In other instances, manufacturers were accused of putting more components in their protein powder than they had listed. Whether it is excess sodium, sugar, or anything else, realizing that you are supplementing your diet with nutrients you may not want or need can be both disappointing and harmful.
Perhaps one of the most common problems found with some protein powder manufacturers is that they claim to have more protein in their products than there actually is. From people following a strict diet to those simply looking to build muscle with as much protein as possible, dishonest labels can lead to a lack of results, unwanted, extra calories, and more.
It is worth revisiting the fact that these risks are not found in all protein powders. Most manufacturers that have been found guilty of dishonesty have either lost their manufacturing privileges or simply changed their products or labels to show the truth. Products found to be unsafe for ingestion can be taken off of shelves by the FDA, but again, something harmful must actually be found beforehand.
Fortunately, if you go with a well known brand for your protein powder, you shouldn’t have a problem.
Should You Take Protein Powder?
Seeing the risks of protein powder is not meant to scare you away from dietary supplements. In fact, some protein powders can be an excellent source of protein and other components to add to your diet.
Studies have shown that protein powder added to milk or water can be an immensely effective dietary change for people trying to lose weight. So, should you take protein powder?
The first thing to consider is your comfort level and trust with protein powder now that you know its potential risks. If the risk does not outweigh the reward, you may not think it is worth buying protein powder anymore. As you will learn shortly, there are plenty of other protein options.
Another thing to consider is the lack of regulation for other things in your diet.
Yes, all companies are required to register with the FDA, but particularly with newer products, some meats, and more, FDA approval is not always concretely expressed. You cannot always be sure that your entire diet is void of any and all harmful components, so if that is a risk you are willing to take, protein powder may just be another factor on the list.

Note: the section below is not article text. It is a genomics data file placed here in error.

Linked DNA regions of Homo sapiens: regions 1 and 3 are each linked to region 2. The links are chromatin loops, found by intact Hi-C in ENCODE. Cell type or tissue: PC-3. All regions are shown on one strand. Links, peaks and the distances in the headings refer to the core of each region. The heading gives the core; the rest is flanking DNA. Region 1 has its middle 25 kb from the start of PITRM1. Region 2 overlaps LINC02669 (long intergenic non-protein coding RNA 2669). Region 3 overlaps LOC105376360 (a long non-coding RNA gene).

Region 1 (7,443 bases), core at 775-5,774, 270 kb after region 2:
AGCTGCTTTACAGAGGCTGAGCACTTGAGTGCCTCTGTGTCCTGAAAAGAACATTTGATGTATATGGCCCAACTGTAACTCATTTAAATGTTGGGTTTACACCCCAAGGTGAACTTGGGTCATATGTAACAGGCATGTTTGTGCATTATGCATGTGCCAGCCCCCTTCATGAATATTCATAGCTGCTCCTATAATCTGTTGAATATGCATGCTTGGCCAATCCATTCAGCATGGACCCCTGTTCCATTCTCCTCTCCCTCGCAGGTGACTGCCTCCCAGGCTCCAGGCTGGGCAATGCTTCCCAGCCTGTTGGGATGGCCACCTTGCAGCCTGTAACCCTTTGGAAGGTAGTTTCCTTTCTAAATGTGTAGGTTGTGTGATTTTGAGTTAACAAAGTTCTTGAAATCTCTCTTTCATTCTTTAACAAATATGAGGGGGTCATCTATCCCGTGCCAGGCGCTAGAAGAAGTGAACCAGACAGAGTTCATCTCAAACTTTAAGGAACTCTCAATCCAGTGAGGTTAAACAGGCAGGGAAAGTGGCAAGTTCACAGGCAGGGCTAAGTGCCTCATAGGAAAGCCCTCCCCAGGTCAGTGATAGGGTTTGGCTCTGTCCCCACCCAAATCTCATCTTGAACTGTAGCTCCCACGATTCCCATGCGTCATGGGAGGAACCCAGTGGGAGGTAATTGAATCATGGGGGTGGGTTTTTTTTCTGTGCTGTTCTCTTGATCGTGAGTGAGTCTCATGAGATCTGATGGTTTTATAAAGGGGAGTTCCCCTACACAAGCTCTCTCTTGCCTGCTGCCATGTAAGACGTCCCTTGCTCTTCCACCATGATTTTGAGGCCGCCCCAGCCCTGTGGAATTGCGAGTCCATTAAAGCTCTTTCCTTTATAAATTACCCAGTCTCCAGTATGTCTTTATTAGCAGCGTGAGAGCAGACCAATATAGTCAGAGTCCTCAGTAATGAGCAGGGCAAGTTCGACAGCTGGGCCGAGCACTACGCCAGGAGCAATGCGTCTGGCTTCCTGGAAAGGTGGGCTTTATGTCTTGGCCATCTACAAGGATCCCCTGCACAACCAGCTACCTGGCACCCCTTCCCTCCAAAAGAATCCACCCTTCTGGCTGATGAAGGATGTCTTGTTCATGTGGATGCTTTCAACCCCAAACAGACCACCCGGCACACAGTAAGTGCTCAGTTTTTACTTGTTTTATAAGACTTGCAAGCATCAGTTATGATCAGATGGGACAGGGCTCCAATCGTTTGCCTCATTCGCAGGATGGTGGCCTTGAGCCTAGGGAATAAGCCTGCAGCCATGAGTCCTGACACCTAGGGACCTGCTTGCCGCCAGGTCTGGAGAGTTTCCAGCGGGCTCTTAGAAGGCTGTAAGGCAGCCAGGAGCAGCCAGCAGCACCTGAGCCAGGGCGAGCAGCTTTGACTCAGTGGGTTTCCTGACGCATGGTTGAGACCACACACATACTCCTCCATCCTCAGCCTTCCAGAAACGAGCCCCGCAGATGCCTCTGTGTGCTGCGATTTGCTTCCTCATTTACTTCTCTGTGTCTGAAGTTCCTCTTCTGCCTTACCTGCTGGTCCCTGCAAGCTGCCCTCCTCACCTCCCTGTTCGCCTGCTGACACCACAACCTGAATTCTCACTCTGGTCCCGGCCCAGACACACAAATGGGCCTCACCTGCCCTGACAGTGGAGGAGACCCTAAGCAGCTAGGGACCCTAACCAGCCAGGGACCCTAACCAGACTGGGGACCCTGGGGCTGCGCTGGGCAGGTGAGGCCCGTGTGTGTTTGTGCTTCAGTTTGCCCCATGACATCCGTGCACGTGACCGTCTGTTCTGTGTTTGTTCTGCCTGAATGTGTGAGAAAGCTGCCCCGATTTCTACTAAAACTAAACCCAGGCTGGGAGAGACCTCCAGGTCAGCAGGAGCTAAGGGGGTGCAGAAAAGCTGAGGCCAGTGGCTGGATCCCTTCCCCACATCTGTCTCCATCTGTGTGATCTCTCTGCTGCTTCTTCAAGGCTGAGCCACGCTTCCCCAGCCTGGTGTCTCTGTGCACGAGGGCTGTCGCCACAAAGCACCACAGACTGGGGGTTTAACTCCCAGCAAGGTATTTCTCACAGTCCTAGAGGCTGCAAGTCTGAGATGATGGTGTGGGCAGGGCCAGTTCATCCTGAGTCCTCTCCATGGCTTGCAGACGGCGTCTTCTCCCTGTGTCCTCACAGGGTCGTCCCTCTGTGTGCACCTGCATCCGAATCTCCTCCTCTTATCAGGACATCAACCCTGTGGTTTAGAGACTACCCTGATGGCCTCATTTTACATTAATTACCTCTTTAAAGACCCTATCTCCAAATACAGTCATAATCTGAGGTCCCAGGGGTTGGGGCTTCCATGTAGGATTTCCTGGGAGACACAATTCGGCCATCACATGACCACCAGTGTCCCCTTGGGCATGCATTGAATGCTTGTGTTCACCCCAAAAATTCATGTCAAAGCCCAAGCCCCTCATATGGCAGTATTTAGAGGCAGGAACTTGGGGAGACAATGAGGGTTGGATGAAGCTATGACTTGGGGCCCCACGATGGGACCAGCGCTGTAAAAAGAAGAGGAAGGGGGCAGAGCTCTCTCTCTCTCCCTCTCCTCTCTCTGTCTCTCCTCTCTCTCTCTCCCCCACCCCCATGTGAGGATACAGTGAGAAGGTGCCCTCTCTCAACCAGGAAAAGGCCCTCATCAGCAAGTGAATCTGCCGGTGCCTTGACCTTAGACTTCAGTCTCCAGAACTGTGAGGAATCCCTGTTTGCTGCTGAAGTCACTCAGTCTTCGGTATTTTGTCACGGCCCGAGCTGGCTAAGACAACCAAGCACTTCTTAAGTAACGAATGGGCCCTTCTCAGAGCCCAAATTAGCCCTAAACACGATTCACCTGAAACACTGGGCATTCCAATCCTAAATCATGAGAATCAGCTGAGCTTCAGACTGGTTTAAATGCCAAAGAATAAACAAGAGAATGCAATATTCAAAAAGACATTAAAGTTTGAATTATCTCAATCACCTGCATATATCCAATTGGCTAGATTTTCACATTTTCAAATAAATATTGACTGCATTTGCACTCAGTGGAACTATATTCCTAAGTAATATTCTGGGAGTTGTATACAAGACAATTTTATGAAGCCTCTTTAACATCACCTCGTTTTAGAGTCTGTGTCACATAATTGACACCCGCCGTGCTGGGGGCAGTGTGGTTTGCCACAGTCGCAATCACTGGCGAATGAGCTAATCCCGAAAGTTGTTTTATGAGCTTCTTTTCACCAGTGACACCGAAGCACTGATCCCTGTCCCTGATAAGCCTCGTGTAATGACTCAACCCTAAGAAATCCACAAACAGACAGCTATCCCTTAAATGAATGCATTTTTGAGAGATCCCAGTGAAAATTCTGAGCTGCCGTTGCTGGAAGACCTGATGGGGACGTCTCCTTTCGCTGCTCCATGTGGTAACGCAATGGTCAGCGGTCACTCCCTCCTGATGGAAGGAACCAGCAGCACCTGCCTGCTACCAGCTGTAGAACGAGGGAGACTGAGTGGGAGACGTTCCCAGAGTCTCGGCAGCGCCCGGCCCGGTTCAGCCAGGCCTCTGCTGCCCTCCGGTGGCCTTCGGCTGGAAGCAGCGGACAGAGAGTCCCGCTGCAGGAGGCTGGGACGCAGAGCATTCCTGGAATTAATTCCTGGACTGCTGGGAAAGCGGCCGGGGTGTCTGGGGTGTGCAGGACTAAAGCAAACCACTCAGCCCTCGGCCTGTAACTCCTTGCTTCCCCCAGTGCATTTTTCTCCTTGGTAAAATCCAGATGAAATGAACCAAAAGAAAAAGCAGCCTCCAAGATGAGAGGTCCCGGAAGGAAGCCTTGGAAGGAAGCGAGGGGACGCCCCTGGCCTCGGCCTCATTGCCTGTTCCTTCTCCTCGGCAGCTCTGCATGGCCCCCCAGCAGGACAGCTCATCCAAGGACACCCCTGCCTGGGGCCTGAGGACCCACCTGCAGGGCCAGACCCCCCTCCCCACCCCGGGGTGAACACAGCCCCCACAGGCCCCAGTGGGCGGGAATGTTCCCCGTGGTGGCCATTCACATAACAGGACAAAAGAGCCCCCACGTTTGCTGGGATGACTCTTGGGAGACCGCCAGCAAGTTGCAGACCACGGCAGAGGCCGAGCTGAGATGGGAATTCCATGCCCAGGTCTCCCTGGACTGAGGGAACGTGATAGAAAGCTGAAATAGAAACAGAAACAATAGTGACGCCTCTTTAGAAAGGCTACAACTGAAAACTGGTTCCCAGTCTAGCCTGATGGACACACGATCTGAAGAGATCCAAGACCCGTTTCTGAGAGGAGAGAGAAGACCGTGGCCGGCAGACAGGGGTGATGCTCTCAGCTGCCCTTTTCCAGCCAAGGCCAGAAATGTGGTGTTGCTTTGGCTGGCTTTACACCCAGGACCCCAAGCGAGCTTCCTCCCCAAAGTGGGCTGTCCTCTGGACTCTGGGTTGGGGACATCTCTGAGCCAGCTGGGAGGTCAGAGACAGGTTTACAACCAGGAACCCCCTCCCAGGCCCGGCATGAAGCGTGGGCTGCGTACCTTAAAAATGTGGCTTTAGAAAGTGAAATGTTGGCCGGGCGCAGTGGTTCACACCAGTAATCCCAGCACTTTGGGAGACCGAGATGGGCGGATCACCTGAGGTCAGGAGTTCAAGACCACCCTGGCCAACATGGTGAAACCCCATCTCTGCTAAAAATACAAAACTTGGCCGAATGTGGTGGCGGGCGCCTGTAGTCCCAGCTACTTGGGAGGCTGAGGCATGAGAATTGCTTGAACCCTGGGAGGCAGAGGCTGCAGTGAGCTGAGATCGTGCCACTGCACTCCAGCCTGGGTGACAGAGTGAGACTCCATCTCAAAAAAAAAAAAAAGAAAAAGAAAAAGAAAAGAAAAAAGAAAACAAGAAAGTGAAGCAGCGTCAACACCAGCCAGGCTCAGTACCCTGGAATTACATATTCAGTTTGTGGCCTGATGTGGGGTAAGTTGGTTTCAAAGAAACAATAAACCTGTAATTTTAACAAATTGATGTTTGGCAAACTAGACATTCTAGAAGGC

|Protein Powder Essentials|
|Gold Standard Whey Protein|
|Blender Bottle Shaker Cup|
|BPI Sports Micronized Creatine|
If you have experience with protein powder and have found a product that has presented you with no problems, apparent results, and other signs of effectiveness, you should not worry too much about your protein powder. Especially if you have done your research, it is easy to find manufacturers who are honest about what goes into their protein powder.
Other Protein Alternatives
If you are simply wanting to find large sources of protein, opt for protein powder, and are shocked by what you have learned, there are so many food options out there with extensive amounts of protein. You do not have to use dietary supplements to add protein to your diet.
Nuts, beans, fish, eggs, and meat are all great sources of protein. You can even get most or all of your daily protein requirements from your everyday meals if you plan them well. At the end of the day, protein powder is not necessary – hence the label of dietary supplement. If you are uncomfortable with the unknown components of protein powder, that is a perfectly valid reason to stay away from it.
With that said, hundreds of thousands if not millions of people take protein powder every year despite it not being regulated. Chances are, you’ll be just fine.
The Bottom Line
Protein powder is not FDA-approved, but that does not mean it is inherently bad. Some manufacturers have been found guilty of being dishonest when advertising their products, and this is a serious thing to consider. However, you can find reliable protein powder manufacturers on the market. Still, if you are wary of the idea, you have no obligation to supplement your diet with protein powder.